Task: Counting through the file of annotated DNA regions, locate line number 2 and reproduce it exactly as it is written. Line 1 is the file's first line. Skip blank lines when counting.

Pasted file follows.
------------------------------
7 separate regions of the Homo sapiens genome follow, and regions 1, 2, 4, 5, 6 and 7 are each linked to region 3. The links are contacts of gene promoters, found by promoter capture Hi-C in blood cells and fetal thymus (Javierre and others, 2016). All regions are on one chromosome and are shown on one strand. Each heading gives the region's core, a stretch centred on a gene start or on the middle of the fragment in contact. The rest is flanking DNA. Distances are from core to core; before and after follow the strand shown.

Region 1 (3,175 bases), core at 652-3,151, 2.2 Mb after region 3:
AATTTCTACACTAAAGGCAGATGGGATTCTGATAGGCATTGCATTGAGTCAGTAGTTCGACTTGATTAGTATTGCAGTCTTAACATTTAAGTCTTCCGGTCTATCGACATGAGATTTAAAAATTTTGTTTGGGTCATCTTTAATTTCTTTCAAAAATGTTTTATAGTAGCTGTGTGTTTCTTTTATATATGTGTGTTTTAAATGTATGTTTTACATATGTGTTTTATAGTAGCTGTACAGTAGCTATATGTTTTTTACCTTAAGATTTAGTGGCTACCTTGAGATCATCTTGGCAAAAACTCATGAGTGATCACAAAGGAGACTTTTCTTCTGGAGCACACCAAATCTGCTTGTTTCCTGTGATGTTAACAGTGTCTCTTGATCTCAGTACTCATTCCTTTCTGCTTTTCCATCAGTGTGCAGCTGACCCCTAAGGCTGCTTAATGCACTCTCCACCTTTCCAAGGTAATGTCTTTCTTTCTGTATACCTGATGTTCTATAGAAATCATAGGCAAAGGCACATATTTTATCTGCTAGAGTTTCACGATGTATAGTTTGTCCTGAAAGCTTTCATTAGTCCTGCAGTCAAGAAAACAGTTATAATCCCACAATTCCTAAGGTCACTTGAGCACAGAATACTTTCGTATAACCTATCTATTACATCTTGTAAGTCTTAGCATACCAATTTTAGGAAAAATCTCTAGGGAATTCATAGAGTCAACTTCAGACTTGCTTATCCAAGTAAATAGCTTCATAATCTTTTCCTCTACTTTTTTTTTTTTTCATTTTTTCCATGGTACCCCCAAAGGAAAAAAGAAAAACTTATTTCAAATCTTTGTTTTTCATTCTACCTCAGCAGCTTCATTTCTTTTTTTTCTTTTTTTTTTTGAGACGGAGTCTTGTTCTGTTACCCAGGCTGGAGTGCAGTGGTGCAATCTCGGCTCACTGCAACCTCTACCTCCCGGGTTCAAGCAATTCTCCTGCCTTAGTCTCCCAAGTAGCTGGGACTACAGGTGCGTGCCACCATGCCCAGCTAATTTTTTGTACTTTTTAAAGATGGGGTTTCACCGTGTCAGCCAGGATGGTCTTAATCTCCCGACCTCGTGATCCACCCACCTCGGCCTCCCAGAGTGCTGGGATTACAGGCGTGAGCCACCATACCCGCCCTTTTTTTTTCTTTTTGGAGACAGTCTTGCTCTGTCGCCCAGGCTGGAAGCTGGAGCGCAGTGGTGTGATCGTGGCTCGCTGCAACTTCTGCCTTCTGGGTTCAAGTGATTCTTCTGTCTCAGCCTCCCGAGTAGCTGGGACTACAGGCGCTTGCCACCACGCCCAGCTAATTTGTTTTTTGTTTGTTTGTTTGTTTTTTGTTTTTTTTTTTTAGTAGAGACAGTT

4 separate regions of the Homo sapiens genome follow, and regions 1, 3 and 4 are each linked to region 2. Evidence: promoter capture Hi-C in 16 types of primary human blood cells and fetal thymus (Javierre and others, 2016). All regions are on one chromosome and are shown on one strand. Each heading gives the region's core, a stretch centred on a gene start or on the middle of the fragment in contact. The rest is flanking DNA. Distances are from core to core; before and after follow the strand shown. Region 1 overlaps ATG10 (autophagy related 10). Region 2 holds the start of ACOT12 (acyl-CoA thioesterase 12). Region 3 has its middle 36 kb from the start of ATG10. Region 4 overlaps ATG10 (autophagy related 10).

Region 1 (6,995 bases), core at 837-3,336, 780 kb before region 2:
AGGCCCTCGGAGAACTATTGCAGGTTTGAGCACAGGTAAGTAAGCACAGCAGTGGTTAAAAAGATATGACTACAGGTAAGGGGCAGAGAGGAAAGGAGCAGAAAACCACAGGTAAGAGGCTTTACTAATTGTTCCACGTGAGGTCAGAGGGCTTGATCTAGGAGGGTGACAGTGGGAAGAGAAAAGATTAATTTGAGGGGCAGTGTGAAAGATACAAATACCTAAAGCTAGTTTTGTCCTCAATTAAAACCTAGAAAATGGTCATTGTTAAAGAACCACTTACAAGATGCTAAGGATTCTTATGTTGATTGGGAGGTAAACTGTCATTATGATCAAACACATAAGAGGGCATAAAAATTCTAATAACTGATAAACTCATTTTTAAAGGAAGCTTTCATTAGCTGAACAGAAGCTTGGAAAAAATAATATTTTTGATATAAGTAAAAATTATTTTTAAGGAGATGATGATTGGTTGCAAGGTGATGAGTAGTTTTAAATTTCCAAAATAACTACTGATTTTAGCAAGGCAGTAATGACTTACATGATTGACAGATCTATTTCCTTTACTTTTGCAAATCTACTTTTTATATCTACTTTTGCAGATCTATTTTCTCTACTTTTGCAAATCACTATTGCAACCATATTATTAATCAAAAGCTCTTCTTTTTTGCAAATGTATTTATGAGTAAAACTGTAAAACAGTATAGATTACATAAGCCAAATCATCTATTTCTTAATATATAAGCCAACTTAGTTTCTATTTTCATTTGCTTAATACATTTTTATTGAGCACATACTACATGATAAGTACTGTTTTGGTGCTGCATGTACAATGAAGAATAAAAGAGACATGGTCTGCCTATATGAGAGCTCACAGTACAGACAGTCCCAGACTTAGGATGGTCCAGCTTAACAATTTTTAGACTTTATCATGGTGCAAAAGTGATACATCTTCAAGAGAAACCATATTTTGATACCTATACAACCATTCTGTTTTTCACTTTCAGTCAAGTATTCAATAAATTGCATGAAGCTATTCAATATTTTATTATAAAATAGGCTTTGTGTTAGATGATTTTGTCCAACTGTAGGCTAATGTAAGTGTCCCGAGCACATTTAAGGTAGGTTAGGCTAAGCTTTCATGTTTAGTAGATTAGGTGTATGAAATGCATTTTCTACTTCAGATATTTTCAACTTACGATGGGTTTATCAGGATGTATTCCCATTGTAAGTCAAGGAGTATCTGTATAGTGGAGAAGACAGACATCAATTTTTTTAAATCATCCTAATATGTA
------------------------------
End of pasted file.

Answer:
Region 1 (3,175 bases), core at 652-3,151, 2.2 Mb after region 3: